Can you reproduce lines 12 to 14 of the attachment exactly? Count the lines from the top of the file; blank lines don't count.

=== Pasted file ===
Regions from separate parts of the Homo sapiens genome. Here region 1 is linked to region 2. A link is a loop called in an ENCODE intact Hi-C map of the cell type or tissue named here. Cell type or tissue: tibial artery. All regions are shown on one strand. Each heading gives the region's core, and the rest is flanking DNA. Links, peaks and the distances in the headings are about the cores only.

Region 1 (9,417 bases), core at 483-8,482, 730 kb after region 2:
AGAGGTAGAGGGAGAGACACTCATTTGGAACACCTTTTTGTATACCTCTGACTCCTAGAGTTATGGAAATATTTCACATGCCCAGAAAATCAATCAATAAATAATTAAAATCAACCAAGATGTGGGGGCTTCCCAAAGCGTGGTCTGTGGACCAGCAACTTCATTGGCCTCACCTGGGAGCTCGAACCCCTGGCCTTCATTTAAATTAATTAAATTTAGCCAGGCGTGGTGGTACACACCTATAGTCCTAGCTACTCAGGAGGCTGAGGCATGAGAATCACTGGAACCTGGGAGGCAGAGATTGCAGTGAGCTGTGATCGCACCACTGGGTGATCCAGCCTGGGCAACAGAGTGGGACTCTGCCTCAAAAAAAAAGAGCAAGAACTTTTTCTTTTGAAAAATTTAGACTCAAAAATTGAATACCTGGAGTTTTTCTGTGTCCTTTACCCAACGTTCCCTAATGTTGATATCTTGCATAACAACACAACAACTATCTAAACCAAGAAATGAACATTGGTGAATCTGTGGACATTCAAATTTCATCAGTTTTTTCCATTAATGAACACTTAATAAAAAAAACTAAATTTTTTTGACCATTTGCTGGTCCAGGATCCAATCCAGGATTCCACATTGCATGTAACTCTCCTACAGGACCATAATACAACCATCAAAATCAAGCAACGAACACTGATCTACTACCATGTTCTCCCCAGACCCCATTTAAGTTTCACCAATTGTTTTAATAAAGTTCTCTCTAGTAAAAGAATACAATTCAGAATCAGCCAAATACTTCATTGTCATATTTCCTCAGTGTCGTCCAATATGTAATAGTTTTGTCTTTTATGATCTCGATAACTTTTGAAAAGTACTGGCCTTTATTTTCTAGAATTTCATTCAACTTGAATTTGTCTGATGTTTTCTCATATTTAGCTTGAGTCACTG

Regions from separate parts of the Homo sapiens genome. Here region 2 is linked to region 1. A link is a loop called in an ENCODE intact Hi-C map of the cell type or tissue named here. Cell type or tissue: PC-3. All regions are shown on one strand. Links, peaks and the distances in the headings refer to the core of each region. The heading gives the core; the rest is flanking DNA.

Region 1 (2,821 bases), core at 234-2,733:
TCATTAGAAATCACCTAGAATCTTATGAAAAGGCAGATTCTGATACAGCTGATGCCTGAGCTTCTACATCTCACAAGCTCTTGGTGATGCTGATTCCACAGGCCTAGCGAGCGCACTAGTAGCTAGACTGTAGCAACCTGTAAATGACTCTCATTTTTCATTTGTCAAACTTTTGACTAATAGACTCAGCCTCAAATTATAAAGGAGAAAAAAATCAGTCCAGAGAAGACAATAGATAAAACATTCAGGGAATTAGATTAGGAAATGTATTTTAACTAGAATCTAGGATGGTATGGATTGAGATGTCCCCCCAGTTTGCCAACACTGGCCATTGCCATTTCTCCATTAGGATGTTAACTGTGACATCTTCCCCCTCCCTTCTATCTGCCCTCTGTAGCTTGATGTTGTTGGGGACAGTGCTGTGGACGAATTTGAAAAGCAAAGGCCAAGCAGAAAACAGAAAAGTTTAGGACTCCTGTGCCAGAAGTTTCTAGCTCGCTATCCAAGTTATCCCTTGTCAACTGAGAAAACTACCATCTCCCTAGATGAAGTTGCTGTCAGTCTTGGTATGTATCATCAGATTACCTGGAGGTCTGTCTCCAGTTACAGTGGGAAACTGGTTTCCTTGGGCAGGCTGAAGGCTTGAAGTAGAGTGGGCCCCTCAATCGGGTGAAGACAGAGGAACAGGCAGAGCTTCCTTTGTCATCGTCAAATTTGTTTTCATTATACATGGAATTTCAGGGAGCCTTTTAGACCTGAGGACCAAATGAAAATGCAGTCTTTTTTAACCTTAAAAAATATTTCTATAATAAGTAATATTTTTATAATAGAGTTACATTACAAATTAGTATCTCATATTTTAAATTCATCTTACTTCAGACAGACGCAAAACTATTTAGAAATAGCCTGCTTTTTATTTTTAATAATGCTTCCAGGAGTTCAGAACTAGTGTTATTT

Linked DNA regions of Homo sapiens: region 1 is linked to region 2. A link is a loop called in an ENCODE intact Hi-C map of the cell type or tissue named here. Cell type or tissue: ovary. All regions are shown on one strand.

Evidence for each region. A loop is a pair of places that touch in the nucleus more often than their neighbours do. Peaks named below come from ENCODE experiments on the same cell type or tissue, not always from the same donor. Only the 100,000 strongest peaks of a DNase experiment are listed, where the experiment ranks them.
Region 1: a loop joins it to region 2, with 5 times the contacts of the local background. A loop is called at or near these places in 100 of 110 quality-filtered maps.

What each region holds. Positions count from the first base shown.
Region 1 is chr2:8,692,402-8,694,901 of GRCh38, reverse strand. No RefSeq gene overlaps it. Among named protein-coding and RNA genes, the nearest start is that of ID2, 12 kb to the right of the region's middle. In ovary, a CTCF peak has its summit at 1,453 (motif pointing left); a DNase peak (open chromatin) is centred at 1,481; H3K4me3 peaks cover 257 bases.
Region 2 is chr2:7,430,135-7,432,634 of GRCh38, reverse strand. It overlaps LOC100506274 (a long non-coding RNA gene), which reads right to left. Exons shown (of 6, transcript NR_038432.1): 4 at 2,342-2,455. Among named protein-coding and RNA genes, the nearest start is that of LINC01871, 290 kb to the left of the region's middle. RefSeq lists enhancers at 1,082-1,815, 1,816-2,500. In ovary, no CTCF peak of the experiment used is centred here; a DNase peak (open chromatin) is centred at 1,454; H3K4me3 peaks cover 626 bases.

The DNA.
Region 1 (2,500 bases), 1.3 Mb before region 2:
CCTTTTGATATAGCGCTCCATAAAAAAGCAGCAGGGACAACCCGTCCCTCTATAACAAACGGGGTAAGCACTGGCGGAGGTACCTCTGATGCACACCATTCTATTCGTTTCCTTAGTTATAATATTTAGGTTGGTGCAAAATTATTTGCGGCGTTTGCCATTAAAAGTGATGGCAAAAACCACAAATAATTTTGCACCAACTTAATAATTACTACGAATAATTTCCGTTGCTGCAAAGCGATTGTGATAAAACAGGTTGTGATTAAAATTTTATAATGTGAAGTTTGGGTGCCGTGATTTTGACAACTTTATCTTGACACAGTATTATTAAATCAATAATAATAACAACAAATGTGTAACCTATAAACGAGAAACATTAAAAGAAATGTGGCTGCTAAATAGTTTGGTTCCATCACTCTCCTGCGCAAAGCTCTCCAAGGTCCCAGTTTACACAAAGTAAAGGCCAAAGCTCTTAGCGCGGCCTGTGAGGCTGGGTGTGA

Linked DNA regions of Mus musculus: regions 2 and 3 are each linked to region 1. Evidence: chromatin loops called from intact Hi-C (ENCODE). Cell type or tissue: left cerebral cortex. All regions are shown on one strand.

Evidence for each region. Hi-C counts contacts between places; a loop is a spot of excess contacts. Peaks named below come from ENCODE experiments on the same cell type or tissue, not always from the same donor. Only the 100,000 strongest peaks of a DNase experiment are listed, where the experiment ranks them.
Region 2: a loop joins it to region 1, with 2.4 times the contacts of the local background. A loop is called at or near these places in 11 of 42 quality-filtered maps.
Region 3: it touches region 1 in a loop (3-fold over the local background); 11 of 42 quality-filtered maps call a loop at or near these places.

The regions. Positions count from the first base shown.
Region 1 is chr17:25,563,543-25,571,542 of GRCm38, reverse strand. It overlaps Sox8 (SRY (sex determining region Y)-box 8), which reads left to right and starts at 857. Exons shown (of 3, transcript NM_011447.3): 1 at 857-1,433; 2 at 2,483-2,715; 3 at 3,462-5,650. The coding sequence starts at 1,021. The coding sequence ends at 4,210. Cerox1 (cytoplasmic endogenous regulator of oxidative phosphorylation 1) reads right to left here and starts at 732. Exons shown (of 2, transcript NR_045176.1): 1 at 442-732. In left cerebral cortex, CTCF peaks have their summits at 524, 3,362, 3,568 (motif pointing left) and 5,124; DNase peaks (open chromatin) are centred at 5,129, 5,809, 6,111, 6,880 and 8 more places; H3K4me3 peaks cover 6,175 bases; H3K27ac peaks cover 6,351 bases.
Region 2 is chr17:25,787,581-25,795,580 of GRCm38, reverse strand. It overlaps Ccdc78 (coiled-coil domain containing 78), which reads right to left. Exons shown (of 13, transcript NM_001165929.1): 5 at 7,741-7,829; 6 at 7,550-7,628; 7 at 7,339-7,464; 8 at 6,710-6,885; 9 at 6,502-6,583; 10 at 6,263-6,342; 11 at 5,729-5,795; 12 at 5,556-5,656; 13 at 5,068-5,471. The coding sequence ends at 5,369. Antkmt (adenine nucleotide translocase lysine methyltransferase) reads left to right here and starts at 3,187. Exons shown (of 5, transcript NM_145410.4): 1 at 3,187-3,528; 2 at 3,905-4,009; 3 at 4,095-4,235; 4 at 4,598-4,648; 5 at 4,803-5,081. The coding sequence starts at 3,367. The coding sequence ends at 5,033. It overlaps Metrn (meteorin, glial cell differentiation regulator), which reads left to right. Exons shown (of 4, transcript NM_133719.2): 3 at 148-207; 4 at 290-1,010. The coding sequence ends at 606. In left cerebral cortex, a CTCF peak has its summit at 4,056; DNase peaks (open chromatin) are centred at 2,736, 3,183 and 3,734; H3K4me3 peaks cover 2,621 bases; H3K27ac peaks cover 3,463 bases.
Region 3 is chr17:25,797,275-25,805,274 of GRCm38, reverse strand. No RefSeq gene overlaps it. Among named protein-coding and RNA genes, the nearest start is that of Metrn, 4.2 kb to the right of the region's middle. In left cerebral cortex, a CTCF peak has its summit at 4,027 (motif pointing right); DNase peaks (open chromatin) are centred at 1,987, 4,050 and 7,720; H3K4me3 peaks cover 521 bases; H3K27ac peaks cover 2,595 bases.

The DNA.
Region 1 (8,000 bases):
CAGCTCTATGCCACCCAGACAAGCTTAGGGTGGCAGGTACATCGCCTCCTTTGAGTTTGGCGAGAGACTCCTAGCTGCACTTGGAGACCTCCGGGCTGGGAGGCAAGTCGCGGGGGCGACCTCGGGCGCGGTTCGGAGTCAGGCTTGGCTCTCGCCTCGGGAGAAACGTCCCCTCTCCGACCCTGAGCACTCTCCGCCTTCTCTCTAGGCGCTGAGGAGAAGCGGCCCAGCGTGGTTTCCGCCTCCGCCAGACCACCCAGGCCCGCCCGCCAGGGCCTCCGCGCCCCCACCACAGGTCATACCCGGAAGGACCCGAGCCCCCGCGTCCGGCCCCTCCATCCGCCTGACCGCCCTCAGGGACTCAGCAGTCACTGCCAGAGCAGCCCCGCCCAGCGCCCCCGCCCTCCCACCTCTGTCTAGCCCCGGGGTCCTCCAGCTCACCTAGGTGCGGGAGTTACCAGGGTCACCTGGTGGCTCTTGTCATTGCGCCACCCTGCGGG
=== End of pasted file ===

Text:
Region 2 is chr2:7,430,135-7,432,634 of GRCh38, reverse strand. It overlaps LOC100506274 (a long non-coding RNA gene), which reads right to left. Exons shown (of 6, transcript NR_038432.1): 4 at 2,342-2,455. Among named protein-coding and RNA genes, the nearest start is that of LINC01871, 290 kb to the left of the region's middle. RefSeq lists enhancers at 1,082-1,815, 1,816-2,500. In ovary, no CTCF peak of the experiment used is centred here; a DNase peak (open chromatin) is centred at 1,454; H3K4me3 peaks cover 626 bases.

The DNA.
Region 1 (2,500 bases), 1.3 Mb before region 2: